VARIABLE-VOLTAGE CONTROL

VARIABLE-VOLTAGE CONTROL

The variation in speed obtainable by field control on the conventional de motor will not, in most cases, exceed 4 to 1 due to the sparking difficul­ ties experienced with very weak fields. Although the range may be in­ creased by inserting resistance in series with the armature, this can be done only at the expense of efficiency and speed regulation.

With constant voltage applied to the field, the speed of a de motor varies directly with the armature voltage; therefore, such a motor may be steplessly varied from zero to maximum operating speed by increasing the voltage applied to its armature. The diagram in Fig. 9-10 shows the arrangement of machines and the connections used in one type of variable-voltage control designed to change speed and reverse rotation. The constant-speed de generator (B) is usually driven by an ac motor (A), and its voltage is controlled by means of a rheostat (R). Note that the fields of both generator and driving motor are energized from a separate de supply or by an auxiliary exciter driven off the generator shaft, caus­ ing the strength of the motor field to be held constant, while the genera­ tor field may be varied widely by rheostatR.

FIG. 9-10 Variable-voltage control used in special applications of dc motors.

With the system in operation, generator B is driven at a constant speed by prime mover A. Voltage from B is applied to the de motor (C) which is connected to the machine to be driven. By proper manipulation of rheostat R and field reversing switch S, the de motor may be gradually started, brought up to and held at any speed, or reversed. As all of these changes may be accomplished without breaking lines to the main motor the control mechanism is small, relatively inexpensive, and less likely to give trouble than the equipment designed for heavier currents.

The advantage of this system is the flexibility of the control and also the complete elimination of resistor losses, the relatively great range over which the speed can be varied, the excellent speed regulation on each set­ ting, and the fact that changing the armature voltage does not diminish the maximum torque which the motor is capable of exerting, since the field flux is constant.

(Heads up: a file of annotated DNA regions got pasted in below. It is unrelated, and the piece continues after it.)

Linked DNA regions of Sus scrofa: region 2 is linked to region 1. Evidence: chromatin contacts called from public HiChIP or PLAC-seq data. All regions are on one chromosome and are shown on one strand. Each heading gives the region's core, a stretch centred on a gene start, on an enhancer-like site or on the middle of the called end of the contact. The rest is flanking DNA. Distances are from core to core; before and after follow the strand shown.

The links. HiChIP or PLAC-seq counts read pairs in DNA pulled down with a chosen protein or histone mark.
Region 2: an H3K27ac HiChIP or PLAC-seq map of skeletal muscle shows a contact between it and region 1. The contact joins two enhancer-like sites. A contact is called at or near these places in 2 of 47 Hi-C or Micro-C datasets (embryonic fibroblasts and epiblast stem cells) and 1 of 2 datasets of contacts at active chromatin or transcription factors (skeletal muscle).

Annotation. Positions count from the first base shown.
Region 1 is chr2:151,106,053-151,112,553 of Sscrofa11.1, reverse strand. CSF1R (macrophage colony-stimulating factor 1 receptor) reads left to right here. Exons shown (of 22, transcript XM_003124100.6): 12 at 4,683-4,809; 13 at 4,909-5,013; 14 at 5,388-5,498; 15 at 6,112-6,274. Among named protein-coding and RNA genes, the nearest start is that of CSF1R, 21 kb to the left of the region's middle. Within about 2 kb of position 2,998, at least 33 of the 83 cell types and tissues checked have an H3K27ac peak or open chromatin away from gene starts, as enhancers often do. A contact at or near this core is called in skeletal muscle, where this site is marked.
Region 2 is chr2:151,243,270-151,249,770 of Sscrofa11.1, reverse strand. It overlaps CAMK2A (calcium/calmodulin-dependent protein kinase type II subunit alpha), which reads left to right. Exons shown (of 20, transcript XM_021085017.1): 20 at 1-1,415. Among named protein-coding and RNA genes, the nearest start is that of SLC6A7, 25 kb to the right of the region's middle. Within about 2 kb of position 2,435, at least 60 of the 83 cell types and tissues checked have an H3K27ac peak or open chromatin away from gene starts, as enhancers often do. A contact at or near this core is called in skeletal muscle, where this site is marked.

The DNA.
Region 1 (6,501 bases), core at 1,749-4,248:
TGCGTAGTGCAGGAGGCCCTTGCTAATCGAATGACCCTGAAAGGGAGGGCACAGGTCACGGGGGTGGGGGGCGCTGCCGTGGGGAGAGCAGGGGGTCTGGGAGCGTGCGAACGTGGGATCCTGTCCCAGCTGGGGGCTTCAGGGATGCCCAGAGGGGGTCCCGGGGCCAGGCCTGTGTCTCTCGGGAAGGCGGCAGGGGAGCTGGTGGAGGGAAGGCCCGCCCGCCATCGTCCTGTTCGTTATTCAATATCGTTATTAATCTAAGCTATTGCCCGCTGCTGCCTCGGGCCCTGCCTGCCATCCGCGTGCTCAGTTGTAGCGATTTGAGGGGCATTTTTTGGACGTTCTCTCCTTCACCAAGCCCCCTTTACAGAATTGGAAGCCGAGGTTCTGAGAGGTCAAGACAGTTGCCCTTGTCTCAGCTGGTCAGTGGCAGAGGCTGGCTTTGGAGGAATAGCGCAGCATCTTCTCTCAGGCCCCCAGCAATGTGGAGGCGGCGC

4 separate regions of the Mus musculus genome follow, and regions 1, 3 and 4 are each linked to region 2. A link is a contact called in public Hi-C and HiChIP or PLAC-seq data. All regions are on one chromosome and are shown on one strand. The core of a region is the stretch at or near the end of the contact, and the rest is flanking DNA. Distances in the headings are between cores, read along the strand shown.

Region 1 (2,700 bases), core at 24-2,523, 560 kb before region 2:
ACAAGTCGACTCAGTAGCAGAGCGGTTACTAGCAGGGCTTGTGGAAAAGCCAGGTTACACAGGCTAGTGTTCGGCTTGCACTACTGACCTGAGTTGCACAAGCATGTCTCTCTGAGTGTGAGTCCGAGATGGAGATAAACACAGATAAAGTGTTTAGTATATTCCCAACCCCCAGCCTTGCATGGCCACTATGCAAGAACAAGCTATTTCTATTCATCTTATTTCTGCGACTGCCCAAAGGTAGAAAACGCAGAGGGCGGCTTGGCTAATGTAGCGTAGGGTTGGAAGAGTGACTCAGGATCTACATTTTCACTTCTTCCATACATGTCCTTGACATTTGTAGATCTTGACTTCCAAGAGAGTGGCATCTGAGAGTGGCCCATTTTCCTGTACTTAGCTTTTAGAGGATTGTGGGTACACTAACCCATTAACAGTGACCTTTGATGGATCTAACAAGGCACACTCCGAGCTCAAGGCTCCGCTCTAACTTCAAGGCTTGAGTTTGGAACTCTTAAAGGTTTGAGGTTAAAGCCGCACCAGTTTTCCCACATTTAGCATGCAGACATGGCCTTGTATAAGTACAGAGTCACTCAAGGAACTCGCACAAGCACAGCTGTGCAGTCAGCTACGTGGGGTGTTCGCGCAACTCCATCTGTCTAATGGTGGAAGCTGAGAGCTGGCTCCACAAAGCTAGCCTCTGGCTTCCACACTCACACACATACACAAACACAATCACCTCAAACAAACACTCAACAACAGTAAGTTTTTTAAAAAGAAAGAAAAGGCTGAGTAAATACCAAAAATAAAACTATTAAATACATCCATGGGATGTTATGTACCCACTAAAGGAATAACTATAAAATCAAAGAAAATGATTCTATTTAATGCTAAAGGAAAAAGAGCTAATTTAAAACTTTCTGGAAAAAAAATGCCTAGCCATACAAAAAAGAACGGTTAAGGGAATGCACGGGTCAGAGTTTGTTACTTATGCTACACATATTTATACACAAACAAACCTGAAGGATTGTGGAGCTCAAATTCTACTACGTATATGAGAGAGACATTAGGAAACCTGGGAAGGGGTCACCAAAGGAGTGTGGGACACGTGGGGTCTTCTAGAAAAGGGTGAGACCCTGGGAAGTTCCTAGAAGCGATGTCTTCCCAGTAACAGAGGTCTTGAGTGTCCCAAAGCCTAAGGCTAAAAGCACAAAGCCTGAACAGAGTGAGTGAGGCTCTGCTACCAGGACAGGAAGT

By means of the arrangement shown in Fig. 9-10, speed ranges of 20 to 1-as compared to 4 to 1 for shunt field control- may be secured.

Speeds above the rated normal full-load speed may be obtained by insert­ ing resistance in the motor shunt field. This represents a modification of the variable-voltage control method which was originally designed for the operation of constant-torque loads up to the rated normal full-load speed.

As three machines are usually required, this type of speed control finds application only where great variations in speed and unusually smooth control are desired. Steel mill tools, electric shovels, passenger elevators, machine tools, turntables, large ventilating fans, and similar equipment represent the type of machinery to which this method of speed control has been applied.

OVERLOAD RELAYS

To protect the motor and related circuits from accidental or prolonged overloads, either the starter or the motor should be equipped with auto­ matic devices that will open the circuit should an overload exist. This pro­ tection can be provided by fuses, circuit breakers, or overload relays.

Overcurrent protection must be provided in the line of every motor circuit, but additional protection should be provided in the form of mag­ netic overload relays. These are used in both manual and automatic starters.

Figure 9-11 shows a plunger type of overload relay. When the cur­ rent through the coil reaches the value set by the adjustable screw, the plunger is drawn up and opens two contacts. This type of relay can be used on both the manual and automatic controller.

Most overload relays used on modern starters are thermally oper­ ated and usually consist of two strips of metal having different degrees of thermal expansion which are welded together. If this bimetallic strip is heated, it will deflect sufficiently to trip two normally closed contacts, which in turn will open-circuit the holding coil of a magnetic contactor, causing the main contacts to open. An advantage of this protective device is that it provides a time delay which prevents the circuit from be­ ing opened by momentary high starting currents and short overloads. At the same time it protects the motor from prolonged overloading.

FIG. 9-11 Plunger type of overload relay


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